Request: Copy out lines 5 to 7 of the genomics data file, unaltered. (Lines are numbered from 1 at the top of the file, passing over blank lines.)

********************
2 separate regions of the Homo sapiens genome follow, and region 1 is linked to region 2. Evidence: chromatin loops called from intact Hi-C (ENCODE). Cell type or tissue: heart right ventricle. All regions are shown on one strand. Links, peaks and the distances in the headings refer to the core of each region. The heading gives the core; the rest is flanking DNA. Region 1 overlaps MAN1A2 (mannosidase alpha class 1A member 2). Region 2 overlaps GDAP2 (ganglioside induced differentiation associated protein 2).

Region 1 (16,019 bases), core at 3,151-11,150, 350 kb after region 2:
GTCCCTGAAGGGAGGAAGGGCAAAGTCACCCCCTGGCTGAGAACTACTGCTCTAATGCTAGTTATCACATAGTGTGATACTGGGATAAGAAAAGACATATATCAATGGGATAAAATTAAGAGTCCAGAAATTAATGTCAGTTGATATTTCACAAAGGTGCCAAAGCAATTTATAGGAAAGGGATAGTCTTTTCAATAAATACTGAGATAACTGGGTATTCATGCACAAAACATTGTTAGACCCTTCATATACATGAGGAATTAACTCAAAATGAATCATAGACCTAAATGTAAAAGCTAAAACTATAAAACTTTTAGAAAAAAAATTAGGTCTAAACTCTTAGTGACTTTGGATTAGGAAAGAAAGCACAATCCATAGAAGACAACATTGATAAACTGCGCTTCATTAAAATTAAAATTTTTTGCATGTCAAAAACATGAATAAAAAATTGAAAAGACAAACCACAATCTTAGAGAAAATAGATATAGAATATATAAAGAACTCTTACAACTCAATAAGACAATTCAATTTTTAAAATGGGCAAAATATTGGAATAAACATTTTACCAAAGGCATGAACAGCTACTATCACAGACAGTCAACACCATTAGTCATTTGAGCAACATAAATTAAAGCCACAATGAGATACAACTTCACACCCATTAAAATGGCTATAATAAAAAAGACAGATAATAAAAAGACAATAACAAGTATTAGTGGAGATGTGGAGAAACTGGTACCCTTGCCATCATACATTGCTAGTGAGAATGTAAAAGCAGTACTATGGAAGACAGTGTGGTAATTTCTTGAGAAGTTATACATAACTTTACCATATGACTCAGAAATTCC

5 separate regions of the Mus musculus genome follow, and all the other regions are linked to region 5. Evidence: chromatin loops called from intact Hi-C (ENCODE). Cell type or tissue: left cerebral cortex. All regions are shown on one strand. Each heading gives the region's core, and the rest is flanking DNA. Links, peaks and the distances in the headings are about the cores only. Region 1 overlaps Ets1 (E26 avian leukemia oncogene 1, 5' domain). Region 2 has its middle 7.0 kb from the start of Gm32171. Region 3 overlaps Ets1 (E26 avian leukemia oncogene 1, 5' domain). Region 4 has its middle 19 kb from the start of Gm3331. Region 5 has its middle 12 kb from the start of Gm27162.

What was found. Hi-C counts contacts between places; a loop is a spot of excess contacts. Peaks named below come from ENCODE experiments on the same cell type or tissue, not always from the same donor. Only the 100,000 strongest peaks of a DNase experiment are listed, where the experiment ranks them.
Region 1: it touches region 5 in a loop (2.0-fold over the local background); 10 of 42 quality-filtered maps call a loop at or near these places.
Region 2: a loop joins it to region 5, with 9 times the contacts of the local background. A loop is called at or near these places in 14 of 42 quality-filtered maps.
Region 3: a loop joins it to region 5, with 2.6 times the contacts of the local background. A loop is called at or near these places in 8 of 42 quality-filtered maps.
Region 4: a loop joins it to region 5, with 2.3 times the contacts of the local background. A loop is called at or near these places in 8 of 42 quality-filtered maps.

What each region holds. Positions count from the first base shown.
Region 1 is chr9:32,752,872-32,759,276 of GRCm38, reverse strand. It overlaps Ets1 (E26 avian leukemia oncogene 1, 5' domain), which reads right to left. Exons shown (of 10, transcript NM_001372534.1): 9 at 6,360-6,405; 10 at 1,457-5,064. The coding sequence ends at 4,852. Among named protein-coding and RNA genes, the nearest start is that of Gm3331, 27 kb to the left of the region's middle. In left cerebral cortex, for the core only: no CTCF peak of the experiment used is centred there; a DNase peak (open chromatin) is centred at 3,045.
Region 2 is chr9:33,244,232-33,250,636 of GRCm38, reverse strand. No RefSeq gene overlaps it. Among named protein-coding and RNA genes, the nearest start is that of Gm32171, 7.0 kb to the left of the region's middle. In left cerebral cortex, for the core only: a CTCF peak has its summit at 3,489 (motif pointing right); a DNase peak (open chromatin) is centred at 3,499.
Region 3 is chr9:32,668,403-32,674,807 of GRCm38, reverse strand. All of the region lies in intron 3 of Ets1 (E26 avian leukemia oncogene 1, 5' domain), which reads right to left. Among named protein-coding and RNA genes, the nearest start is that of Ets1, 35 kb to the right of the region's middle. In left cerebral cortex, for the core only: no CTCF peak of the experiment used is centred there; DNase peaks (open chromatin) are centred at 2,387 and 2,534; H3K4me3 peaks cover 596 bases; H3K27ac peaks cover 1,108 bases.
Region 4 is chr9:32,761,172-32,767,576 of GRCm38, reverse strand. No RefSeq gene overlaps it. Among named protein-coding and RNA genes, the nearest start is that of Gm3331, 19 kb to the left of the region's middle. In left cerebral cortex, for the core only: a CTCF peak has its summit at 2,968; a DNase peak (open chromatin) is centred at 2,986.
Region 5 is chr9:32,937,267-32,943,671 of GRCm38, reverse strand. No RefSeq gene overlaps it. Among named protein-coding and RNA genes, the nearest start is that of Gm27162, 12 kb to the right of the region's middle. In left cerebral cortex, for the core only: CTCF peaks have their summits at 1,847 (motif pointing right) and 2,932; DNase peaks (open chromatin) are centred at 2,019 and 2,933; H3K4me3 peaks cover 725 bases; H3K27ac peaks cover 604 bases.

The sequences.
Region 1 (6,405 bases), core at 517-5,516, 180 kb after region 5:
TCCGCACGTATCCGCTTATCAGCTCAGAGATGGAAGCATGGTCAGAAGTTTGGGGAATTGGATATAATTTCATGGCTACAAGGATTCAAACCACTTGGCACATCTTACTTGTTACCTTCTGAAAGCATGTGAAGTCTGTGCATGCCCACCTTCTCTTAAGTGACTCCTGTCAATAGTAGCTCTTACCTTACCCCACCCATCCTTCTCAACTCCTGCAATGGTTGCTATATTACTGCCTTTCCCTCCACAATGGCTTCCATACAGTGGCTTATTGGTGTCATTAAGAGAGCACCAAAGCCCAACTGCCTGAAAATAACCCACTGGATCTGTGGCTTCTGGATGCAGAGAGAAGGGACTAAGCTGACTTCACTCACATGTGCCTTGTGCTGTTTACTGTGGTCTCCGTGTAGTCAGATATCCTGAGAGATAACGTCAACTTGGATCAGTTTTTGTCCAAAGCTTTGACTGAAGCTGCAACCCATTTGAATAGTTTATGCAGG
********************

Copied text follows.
What was found. Hi-C counts contacts between places; a loop is a spot of excess contacts. Peaks named below come from ENCODE experiments on the same cell type or tissue, not always from the same donor. Only the 100,000 strongest peaks of a DNase experiment are listed, where the experiment ranks them.
Region 1: it touches region 5 in a loop (2.0-fold over the local background); 10 of 42 quality-filtered maps call a loop at or near these places.
Region 2: a loop joins it to region 5, with 9 times the contacts of the local background. A loop is called at or near these places in 14 of 42 quality-filtered maps.